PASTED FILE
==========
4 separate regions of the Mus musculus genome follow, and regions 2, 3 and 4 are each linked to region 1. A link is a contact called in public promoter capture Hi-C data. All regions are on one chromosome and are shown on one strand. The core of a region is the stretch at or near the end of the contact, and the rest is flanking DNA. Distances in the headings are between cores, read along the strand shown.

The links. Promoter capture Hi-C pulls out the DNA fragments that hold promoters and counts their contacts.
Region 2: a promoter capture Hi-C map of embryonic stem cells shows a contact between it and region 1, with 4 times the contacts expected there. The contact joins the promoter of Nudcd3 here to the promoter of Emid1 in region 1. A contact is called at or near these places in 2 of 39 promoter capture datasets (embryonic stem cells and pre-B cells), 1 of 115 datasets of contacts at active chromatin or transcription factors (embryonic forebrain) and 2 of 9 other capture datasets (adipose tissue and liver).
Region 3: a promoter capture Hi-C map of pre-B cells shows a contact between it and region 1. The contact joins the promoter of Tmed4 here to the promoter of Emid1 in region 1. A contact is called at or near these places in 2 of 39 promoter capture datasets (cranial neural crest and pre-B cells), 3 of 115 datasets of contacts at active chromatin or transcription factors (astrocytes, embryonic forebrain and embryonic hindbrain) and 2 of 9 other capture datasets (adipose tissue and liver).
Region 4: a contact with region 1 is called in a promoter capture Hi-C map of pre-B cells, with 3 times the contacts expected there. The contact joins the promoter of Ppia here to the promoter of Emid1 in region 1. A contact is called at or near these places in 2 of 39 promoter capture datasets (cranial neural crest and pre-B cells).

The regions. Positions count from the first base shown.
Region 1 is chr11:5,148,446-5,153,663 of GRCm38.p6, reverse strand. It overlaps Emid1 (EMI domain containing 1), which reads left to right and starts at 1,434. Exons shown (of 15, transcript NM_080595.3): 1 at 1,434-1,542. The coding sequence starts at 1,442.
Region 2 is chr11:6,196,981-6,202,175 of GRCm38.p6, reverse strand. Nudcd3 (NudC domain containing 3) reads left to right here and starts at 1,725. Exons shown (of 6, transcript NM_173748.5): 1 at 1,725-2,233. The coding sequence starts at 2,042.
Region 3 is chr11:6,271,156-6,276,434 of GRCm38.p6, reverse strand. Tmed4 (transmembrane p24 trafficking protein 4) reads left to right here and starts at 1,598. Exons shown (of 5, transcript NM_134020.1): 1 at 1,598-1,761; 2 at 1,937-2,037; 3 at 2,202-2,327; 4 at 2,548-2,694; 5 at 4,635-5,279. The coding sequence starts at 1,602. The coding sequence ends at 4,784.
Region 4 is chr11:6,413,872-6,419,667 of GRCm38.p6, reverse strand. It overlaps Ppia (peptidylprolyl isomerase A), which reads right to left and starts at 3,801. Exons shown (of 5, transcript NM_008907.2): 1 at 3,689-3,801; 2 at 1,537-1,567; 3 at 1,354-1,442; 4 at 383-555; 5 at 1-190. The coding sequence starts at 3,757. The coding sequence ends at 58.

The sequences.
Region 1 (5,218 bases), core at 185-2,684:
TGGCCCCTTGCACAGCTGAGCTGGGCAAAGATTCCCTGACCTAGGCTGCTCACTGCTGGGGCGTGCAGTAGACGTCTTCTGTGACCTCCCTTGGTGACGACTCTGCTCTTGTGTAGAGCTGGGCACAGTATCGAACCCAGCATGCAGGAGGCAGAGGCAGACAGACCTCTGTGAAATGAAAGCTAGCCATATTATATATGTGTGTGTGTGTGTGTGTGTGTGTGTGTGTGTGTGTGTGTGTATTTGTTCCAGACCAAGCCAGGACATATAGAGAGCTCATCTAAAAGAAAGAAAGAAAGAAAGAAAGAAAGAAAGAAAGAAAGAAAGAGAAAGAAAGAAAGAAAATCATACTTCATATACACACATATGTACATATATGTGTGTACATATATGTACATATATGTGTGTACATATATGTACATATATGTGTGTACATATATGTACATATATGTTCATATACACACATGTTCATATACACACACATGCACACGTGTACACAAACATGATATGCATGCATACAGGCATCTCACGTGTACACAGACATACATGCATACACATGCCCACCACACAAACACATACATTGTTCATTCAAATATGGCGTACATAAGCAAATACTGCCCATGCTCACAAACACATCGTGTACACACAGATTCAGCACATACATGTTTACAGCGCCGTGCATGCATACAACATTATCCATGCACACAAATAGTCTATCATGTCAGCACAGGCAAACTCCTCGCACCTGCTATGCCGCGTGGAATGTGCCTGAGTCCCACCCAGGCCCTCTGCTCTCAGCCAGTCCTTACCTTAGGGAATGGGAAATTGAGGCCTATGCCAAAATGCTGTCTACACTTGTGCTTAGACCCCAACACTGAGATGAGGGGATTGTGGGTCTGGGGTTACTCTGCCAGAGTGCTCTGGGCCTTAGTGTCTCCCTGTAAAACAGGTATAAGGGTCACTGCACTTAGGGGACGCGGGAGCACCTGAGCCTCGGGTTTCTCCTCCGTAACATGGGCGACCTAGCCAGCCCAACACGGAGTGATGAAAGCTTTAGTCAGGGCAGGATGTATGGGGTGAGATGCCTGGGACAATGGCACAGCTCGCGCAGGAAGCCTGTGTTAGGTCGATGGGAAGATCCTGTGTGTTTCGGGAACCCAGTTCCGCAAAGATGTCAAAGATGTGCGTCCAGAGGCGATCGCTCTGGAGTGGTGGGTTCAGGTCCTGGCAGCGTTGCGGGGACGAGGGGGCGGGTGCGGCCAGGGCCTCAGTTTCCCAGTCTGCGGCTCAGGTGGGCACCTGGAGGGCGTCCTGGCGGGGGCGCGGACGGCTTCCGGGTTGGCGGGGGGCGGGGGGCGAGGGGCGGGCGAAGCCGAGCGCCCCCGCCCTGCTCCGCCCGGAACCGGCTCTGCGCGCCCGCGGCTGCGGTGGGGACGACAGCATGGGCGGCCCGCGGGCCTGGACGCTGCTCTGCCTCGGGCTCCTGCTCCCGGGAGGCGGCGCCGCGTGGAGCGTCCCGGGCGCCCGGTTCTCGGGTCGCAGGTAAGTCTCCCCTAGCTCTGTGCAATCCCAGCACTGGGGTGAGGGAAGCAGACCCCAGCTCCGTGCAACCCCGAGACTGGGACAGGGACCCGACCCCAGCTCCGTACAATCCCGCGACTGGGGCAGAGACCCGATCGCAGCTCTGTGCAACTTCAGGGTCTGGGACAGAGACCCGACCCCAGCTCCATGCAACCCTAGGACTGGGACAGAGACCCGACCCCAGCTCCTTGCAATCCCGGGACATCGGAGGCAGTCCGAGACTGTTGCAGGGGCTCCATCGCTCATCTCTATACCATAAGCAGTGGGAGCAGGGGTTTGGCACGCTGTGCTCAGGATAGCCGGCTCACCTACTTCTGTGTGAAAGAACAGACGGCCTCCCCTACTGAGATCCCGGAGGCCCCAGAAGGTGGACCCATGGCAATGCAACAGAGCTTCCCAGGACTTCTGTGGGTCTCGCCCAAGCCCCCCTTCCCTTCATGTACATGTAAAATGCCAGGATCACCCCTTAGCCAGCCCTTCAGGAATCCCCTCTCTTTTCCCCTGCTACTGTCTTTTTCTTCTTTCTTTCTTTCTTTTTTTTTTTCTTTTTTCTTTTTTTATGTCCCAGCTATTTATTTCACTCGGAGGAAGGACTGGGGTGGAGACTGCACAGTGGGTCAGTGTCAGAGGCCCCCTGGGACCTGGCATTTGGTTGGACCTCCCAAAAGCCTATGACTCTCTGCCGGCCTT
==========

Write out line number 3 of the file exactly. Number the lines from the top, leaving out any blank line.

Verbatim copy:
Region 2: a promoter capture Hi-C map of embryonic stem cells shows a contact between it and region 1, with 4 times the contacts expected there. The contact joins the promoter of Nudcd3 here to the promoter of Emid1 in region 1. A contact is called at or near these places in 2 of 39 promoter capture datasets (embryonic stem cells and pre-B cells), 1 of 115 datasets of contacts at active chromatin or transcription factors (embryonic forebrain) and 2 of 9 other capture datasets (adipose tissue and liver).